IRS Tells Us What ‘Good Governance’ Means, Part Uno

Photo courtesy of alykat on Flickr.

We hear this language all the time in charity circles:


  • governance
  • accountability
  • transparency
  • board responsibilities
  • conflict of interest
  • whistleblower protection
  • executive compensation
  • document retention

… and other words and phrases in the nonprofit lexicon. What do they mean to the federal agency that reviews public charities when they apply for tax-exempt designation and again every year when most file an information return?

The most comprehensive (read “burdensome”) of the returns, form 990, asks lots of questions about whether policies are in place, but doesn’t (and shouldn’t) provide any detail as to what the expectations are around these arcane concepts.

If only we could agree on what the practices mean.

I found this gem on the IRS website, “Governance and Related Topics – 501(c)(3) Organizations,” that makes it pretty clear what the agency is looking for. (It’s from February 2008, but these definitions don’t change much.) The Internal Revenue Code does not require documentation or detailed policies in these areas.

But–big but–IRS believes, “A charity that has . . .a knowledgeable and committed governing body and management team, and sound management practices is more likely to operate effectively and consistent with tax law requirements.”(page 1)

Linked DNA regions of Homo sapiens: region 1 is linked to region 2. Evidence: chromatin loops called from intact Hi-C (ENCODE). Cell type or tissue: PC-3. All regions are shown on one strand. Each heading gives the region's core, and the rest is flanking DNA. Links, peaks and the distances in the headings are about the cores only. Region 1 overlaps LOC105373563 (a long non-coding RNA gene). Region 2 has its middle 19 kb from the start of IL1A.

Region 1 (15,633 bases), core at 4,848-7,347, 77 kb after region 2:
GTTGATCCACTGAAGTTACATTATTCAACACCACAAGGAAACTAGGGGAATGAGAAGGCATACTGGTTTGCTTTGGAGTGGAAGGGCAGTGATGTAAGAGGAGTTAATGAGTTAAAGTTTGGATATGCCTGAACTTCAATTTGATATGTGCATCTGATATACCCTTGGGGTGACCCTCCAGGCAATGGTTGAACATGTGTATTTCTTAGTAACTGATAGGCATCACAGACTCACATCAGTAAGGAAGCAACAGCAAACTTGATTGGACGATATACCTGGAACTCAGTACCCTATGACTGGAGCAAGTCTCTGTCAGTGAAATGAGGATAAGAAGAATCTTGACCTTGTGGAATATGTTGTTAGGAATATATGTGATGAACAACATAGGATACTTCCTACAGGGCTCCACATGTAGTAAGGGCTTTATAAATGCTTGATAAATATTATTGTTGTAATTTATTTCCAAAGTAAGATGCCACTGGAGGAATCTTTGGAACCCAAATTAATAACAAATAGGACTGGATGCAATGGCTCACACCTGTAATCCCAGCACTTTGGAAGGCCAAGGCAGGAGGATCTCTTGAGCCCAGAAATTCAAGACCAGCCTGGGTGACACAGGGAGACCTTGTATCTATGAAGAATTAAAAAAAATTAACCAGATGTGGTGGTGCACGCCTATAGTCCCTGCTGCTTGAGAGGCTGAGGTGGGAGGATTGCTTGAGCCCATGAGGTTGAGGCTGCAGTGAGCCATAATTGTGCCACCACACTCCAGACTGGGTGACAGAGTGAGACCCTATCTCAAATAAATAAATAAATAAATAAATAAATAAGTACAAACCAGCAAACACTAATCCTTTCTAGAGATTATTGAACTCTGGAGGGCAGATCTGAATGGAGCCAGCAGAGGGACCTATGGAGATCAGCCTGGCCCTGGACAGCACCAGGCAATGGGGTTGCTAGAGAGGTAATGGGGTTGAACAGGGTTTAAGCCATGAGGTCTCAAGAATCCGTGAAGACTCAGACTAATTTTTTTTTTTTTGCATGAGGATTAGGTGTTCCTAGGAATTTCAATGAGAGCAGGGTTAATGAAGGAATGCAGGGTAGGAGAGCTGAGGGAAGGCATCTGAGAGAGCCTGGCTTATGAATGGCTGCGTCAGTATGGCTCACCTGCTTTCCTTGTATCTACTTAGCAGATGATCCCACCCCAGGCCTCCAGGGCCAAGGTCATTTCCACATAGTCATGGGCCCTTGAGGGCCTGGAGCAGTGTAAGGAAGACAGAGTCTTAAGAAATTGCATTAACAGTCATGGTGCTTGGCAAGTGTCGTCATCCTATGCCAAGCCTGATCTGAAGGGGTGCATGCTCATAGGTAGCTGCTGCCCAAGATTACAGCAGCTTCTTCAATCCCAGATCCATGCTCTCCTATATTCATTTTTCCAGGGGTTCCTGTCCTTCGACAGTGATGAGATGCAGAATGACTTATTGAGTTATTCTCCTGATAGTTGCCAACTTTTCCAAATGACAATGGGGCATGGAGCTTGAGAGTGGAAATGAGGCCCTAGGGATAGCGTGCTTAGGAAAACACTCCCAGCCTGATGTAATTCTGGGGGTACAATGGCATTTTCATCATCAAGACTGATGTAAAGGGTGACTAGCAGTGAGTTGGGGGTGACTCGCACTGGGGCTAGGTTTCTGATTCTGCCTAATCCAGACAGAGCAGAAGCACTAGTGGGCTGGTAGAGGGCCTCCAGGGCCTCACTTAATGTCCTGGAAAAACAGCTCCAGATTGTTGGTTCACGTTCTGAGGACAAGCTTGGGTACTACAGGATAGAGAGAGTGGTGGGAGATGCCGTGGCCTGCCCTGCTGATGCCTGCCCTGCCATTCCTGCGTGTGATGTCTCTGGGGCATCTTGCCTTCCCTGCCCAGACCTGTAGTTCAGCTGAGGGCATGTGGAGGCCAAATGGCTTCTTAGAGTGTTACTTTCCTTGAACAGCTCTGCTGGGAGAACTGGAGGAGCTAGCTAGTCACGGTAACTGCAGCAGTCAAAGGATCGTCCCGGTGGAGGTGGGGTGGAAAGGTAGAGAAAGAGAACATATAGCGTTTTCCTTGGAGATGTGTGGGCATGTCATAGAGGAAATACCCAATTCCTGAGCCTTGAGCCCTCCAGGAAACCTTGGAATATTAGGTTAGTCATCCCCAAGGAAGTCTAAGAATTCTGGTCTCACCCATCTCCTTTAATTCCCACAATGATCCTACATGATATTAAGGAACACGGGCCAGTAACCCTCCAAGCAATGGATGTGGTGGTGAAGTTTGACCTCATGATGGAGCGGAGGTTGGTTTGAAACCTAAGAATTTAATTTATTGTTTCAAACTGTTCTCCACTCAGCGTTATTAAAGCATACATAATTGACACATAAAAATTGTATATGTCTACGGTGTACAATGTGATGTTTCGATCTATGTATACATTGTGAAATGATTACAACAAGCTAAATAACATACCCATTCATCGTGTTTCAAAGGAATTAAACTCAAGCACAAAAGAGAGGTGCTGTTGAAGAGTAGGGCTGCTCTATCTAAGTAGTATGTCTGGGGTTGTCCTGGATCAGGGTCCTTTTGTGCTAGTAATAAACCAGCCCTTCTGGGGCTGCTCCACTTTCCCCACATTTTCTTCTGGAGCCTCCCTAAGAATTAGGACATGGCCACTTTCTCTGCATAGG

That explains the Service’s opinion of the relationship between good governance and tax code compliance, and their interest in the former. So what do these things mean?

Good Governance. This is the broad category. It means having in place “policies relating to executive compensation, conflicts of interest, investments, fundraising, documenting governance decisions, document retention and destruction, and whistleblower claims.” (page 3)

Executive Compensation. You pay reasonable compensation for services rendered. Pay is determined by people knowledgeable about compensation practices and financially uninterested in the levels set. (page 3)

Conflicts of Interest. The Service “encourages a charity’s board of directors to adopt and regularly evaluate a written conflict of interest policy that requires directors and staff to act solely in the interests of the charity without regard for personal interests . . .” You set up the policy and monitor compliance. (page 4)

There is considerably more detail at the page references I’ve given you. Read the document and consult your legal counsel. Do not construe this post as legal advice. It isn’t.

Over the next few weeks I’ll take on additional governance topics from this informative IRS paper.

There are expert attorneys much more knowledgeable than me in the legal requirements for running your nonprofit. I suggest you pay attention to Carter Ellis and Gene Takagi. Gene and his colleague Emily Chan will be regular legal contributors to Tony Martignetti Nonprofit Radio starting in July. I’m sure we’ll talk a lot about governance.

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